Moss continued to play in the WSOP right up until the year he died, 1995. He won the Main Event again in 1974 and won a total of nine WSOP bracelets overall. He also played in a number of other tournaments and was famous for regularly playing high stakes cash games. Moss was widely known as The Grand Old Man of Poker in deference to his stature in the game.

Amarillo Slim

Amarillo Slim is without question a poker legend. The American, real name Thomas Austin Preston Jr died aged 83 in 2012 having had a very colorful life. He was famed for not only his poker skills but a number of other gambling activities too. He won one of the early WSOP Main Events, back in 1972. Following that win, he’s credited with helping bring a wider audience to poker.

Preston was a really engaging character and his appearances on television and radio talk shows certainly generated a lot of interest. He was inducted in the Poker Hall of Fame and will be fondly remembered by poker fans for a very long time.

Chip Reese

David “Chip” Reese was an American poker player that has been described by many as the greatest cash game player that ever lived. He was inducted into the Poker Hall of Fame in 1991 and, at 40 years old, was the youngest player to have received that honor. In addition to his cash games skills he was a very proficient tournament player, with three WSOP bracelets to his name. He died in 2007, at age 56.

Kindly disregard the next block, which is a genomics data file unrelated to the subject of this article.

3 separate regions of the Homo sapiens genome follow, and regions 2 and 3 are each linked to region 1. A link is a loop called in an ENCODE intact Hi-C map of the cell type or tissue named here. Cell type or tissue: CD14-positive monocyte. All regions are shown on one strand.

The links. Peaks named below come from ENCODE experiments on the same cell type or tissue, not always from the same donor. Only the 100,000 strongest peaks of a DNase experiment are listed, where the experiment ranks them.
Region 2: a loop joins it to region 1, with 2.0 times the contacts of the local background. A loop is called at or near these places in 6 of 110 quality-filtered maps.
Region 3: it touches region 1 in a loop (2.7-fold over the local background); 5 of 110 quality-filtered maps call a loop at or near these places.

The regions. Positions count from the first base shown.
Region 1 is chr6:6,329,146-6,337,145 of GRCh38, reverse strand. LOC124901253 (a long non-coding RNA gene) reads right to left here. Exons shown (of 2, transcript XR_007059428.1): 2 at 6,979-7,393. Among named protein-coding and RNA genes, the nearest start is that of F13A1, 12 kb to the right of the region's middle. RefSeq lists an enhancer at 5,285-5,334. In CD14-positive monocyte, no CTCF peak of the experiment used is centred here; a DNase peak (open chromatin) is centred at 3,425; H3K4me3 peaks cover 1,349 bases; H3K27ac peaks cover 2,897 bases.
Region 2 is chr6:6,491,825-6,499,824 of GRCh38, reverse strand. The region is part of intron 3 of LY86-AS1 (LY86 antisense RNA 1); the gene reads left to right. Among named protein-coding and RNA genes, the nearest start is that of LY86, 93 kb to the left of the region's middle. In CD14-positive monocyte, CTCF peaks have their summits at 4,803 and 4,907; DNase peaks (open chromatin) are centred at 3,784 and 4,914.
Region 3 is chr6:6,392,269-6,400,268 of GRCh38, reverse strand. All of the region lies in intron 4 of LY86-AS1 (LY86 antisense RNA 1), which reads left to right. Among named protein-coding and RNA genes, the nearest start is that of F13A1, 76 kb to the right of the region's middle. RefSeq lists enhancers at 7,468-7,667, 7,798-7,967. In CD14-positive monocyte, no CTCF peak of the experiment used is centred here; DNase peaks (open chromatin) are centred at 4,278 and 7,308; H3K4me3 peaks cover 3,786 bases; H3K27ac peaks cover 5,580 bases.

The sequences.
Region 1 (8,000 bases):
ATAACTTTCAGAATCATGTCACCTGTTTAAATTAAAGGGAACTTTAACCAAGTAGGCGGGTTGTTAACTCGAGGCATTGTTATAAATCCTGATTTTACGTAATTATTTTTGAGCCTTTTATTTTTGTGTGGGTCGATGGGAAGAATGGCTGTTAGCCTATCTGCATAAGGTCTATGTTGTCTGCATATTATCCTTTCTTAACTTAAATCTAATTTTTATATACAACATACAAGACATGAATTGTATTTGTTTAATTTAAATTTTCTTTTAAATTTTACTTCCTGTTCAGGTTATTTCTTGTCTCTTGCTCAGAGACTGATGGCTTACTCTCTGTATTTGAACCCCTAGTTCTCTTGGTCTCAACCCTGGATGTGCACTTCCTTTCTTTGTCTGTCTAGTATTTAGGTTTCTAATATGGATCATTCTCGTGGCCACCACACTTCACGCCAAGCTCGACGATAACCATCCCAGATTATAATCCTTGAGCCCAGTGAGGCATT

Doyle Brunson

When it comes to longevity in the game, few (if any) players can touch Doyle Brunson. The American was born in 1933 and at the time of writing he’s still playing regularly. He has twice won the WSOP Main Event, has a total of 10 WSOP bracelets and was the first player to earn over $1 million in tournament winnings. He’s a Poker Hall of Fame inductee and, in 2006, was voted as the most influential person in world poker by Bluff Magazine.

Chris Moneymaker

Chris Moneymaker is at the very least partially responsible for the huge boom in the popularity of online poker. In 2003, at the age of 27, he won the WSOP Main Event for around $2.5 million. What made his win amazing was that it was his first live tournament and he had qualified for the event at an online poker room. He had paid just $39 to enter a satellite at the PokerStars poker site.